UAE not seeking to ease Iran sanctions - US official

ABU DHABI Wed Nov 10, 2010 5:02am IST

Related Topics

Polluted waters of China

Polluted waters of China

Growing cities, overuse of fertilizers, and factory wastewater have degraded China's water supplies to the extent that half the nation's rivers and lakes are severely polluted.  Slideshow 

ABU DHABI (Reuters) - The UAE is not seeking to ease new financial sanctions on Iran despite the pain inflicted on local firms that have seen financing for Iranian trade deals dry up, a senior U.S. official said on Tuesday.

"There's a real recognition on our part of the special challenge that UAE faces in implementing sanctions on Iran, perhaps more so than any other country," the official, travelling with U.S. Treasury Secretary Timothy Geithner, told reporters.

Geithner stopped over in Abu Dhabi as part of a week-long Asian trip to meet with the emirate's leader, Crown Prince Sheikh Mohammed bin Zayed al-Nahayan.

Geithner expressed his thanks to the United Arab Emirates for its efforts in implementing the sanctions and heard about difficulties they have caused, the official said.

"The UAE has a long tradition of trade, of cultural exchange, of familial ties, of geography, to Iran," the official added.

New United Nations sanctions implemented over the summer to curb Iran's nuclear weapons ambitions have dramatically curbed links between Iranian banks and their foreign counterparts. This has curtailed the ability of many UAE trading firms to do business with their traditional trading partners in Iran.

While the United States has blacklisted many Iranian banks for several years, the UN sanctions prompted the European Union to blacklist some 17 Iranian institutions. Japan and South Korea made similar moves, the official said.

"The financial sector as a whole has recoiled from Iranian financial institutions which have become financial pariahs," the official added.

Separated by a narrow section of the Arabian Gulf, the UAE and Iran by various estimates did between $8 billion and $15 billion in bilateral trade in 2009.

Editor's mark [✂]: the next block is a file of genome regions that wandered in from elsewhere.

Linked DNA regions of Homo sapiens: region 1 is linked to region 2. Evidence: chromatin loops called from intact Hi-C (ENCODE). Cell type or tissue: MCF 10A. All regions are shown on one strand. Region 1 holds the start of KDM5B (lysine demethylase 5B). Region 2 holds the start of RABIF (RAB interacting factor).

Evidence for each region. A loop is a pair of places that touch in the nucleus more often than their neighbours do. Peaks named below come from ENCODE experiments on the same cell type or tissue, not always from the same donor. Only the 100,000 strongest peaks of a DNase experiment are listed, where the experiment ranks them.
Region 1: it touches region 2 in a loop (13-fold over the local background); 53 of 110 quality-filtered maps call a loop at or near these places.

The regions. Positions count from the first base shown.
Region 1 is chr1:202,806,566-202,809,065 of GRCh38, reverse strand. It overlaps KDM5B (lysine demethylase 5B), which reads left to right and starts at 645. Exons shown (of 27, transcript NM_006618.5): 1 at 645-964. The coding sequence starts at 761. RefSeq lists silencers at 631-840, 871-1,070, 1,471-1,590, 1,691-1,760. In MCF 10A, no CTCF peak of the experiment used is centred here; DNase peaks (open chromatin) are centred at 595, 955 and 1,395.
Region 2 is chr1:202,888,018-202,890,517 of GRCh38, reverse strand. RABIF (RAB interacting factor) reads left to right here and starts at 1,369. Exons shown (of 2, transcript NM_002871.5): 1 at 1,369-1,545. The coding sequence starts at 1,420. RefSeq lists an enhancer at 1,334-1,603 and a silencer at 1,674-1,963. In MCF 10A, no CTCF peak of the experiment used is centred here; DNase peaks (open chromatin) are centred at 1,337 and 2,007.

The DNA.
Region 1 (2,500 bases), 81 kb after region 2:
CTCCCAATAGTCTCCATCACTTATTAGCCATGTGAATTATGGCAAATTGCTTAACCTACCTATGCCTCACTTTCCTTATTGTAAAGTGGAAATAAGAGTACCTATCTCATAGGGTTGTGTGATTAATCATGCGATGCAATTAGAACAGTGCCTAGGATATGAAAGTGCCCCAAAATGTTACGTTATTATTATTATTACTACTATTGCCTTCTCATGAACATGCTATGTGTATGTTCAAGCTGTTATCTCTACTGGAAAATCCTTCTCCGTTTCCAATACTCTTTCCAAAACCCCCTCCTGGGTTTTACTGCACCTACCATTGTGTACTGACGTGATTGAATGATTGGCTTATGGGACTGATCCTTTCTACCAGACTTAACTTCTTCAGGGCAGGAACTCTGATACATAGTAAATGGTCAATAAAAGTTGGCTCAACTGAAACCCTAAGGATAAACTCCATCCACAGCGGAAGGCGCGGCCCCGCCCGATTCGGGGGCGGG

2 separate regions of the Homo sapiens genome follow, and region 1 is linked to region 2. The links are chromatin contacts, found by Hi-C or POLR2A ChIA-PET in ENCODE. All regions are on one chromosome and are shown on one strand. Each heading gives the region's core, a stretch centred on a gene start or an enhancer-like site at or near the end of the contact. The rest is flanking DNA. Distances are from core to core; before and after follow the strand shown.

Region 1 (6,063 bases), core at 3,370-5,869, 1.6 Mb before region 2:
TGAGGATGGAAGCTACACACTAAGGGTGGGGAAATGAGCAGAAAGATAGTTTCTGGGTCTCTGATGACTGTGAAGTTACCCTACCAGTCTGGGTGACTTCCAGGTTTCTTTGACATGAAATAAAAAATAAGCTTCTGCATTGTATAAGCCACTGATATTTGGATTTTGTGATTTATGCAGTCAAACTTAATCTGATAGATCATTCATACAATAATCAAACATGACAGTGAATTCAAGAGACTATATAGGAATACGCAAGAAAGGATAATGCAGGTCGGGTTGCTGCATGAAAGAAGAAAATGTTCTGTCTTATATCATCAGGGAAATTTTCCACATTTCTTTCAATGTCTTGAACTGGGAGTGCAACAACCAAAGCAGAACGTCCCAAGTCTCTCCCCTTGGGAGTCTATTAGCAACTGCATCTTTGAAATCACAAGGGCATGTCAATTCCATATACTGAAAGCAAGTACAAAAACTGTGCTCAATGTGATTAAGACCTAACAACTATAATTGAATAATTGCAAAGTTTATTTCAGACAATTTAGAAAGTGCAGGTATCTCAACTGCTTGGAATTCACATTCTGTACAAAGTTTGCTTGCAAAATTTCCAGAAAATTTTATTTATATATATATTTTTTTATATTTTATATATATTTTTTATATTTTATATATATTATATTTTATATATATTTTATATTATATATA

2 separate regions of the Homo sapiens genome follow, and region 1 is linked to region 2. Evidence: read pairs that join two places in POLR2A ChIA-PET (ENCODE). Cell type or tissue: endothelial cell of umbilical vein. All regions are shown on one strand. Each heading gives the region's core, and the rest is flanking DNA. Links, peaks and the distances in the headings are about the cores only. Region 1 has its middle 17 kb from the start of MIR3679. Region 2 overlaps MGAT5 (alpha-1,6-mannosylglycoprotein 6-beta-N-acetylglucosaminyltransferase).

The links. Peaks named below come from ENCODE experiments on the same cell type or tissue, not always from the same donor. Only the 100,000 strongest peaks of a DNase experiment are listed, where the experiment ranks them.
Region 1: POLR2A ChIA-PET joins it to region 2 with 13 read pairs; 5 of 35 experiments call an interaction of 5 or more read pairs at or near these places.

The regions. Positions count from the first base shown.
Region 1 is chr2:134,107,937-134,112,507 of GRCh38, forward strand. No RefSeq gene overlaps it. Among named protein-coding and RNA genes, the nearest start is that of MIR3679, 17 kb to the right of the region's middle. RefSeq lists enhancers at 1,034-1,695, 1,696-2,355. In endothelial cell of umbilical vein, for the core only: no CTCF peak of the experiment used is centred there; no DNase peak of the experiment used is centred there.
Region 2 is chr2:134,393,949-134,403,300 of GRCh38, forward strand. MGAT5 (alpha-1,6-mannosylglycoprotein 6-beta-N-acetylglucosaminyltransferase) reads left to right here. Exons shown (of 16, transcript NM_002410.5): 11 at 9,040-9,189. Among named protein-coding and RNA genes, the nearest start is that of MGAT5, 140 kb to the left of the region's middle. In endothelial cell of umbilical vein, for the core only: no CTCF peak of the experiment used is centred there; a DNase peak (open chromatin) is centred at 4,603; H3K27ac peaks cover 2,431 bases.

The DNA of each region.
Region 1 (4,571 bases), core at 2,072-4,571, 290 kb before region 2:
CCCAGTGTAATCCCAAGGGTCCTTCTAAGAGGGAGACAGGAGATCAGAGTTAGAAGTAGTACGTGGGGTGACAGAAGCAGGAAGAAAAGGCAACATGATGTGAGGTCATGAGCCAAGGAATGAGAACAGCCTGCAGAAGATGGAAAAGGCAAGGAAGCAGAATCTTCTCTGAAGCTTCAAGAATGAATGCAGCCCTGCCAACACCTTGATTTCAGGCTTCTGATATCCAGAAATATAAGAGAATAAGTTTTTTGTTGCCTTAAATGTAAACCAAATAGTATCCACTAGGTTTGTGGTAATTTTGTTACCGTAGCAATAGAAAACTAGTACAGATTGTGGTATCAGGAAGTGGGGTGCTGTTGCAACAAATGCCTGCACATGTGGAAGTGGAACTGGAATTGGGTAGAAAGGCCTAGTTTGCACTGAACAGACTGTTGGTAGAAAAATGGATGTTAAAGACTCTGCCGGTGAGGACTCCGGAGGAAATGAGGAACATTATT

The U.S. official, speaking on condition of anonymity, said that despite difficulties for individual firms, the UAE recognised the threat from a nuclear-armed Iran and does not want its firms to be used in aiding Iran's "illicit activities".

Geithner and Abu Dhabi's Sheikh Mohammed also discussed the pace of economic recovery in both America and the UAE, which also suffered the bursting of a property bubble, the official said.

The U.S. Treasury chief later travelled to Singapore, where he will meet on Wednesday with Singapore Prime Minister Lee Hsien Loong and Finance Minister Tharman Shanmugaratnam to discuss the Group of 20 Seoul summit agenda.

(Reporting by David Lawder; Editing by Michael Roddy)

FILED UNDER:
Comments (0)
This discussion is now closed. We welcome comments on our articles for a limited period after their publication.

  • Most Popular
  • Most Shared

WORLD SHOWCASE

Ukraine Crisis

Ukraine Crisis

Obama says strains over Ukraine not leading to new Cold War with Russia.  Full Article 

'National Hero' Dead

'National Hero' Dead

Sierra Leone's top Ebola doctor dies from virus.  Full Article 

Malaysia Tourism

Malaysia Tourism

Malaysia tries to parlay appeal to Muslim visitors into medical tourism push.  Full Article 

Graft Crackdown

Graft Crackdown

Exclusive: China's Xi reached deal with former leaders to investigate ex-security chief - sources.  Full Article 

Cyber Attack

Cyber Attack

Israel's 'Iron Dome' makers were hit by hackers, expert says.  Full Article 

Campus Flooding

Campus Flooding

Massive water main break floods UCLA campus.  Video 

Quality Issues

Quality Issues

In China food testing, safety inspectors are often one step behind.  Full Article 

Reuters India Mobile

Reuters India Mobile

Get the latest news on the go. Visit Reuters India on your mobile device.  Full Coverage